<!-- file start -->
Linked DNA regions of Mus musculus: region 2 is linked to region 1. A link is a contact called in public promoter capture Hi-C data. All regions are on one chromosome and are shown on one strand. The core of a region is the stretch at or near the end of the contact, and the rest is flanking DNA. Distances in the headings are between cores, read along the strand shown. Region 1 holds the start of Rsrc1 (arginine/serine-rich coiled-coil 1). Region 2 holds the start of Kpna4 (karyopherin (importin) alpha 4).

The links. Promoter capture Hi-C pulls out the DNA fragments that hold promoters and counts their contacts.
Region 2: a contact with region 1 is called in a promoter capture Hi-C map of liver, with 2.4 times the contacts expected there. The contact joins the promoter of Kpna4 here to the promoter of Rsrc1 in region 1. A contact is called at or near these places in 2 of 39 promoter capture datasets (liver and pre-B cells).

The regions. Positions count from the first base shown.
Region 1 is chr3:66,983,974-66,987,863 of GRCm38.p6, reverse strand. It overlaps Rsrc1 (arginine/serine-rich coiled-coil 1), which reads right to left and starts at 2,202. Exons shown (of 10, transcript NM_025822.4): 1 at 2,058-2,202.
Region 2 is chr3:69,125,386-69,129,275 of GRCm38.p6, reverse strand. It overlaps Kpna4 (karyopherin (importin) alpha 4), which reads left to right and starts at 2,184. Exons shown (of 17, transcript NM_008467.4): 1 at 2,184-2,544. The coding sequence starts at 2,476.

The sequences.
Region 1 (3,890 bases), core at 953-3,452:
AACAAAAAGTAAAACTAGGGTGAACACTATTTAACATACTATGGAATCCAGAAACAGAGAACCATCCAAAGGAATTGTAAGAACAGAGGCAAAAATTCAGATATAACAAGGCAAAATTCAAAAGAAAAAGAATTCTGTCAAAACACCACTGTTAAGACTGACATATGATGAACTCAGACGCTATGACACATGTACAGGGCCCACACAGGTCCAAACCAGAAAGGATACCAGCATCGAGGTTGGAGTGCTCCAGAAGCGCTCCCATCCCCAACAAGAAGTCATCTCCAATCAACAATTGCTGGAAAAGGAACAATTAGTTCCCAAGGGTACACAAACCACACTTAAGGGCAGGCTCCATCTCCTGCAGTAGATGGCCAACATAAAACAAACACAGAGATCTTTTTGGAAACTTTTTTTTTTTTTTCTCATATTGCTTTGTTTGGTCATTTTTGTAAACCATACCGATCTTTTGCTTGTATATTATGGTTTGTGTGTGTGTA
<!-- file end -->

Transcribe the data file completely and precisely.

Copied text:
Linked DNA regions of Mus musculus: region 2 is linked to region 1. A link is a contact called in public promoter capture Hi-C data. All regions are on one chromosome and are shown on one strand. The core of a region is the stretch at or near the end of the contact, and the rest is flanking DNA. Distances in the headings are between cores, read along the strand shown. Region 1 holds the start of Rsrc1 (arginine/serine-rich coiled-coil 1). Region 2 holds the start of Kpna4 (karyopherin (importin) alpha 4).

The links. Promoter capture Hi-C pulls out the DNA fragments that hold promoters and counts their contacts.
Region 2: a contact with region 1 is called in a promoter capture Hi-C map of liver, with 2.4 times the contacts expected there. The contact joins the promoter of Kpna4 here to the promoter of Rsrc1 in region 1. A contact is called at or near these places in 2 of 39 promoter capture datasets (liver and pre-B cells).

The regions. Positions count from the first base shown.
Region 1 is chr3:66,983,974-66,987,863 of GRCm38.p6, reverse strand. It overlaps Rsrc1 (arginine/serine-rich coiled-coil 1), which reads right to left and starts at 2,202. Exons shown (of 10, transcript NM_025822.4): 1 at 2,058-2,202.
Region 2 is chr3:69,125,386-69,129,275 of GRCm38.p6, reverse strand. It overlaps Kpna4 (karyopherin (importin) alpha 4), which reads left to right and starts at 2,184. Exons shown (of 17, transcript NM_008467.4): 1 at 2,184-2,544. The coding sequence starts at 2,476.

The sequences.
Region 1 (3,890 bases), core at 953-3,452:
AACAAAAAGTAAAACTAGGGTGAACACTATTTAACATACTATGGAATCCAGAAACAGAGAACCATCCAAAGGAATTGTAAGAACAGAGGCAAAAATTCAGATATAACAAGGCAAAATTCAAAAGAAAAAGAATTCTGTCAAAACACCACTGTTAAGACTGACATATGATGAACTCAGACGCTATGACACATGTACAGGGCCCACACAGGTCCAAACCAGAAAGGATACCAGCATCGAGGTTGGAGTGCTCCAGAAGCGCTCCCATCCCCAACAAGAAGTCATCTCCAATCAACAATTGCTGGAAAAGGAACAATTAGTTCCCAAGGGTACACAAACCACACTTAAGGGCAGGCTCCATCTCCTGCAGTAGATGGCCAACATAAAACAAACACAGAGATCTTTTTGGAAACTTTTTTTTTTTTTTCTCATATTGCTTTGTTTGGTCATTTTTGTAAACCATACCGATCTTTTGCTTGTATATTATGGTTTGTGTGTGTGTA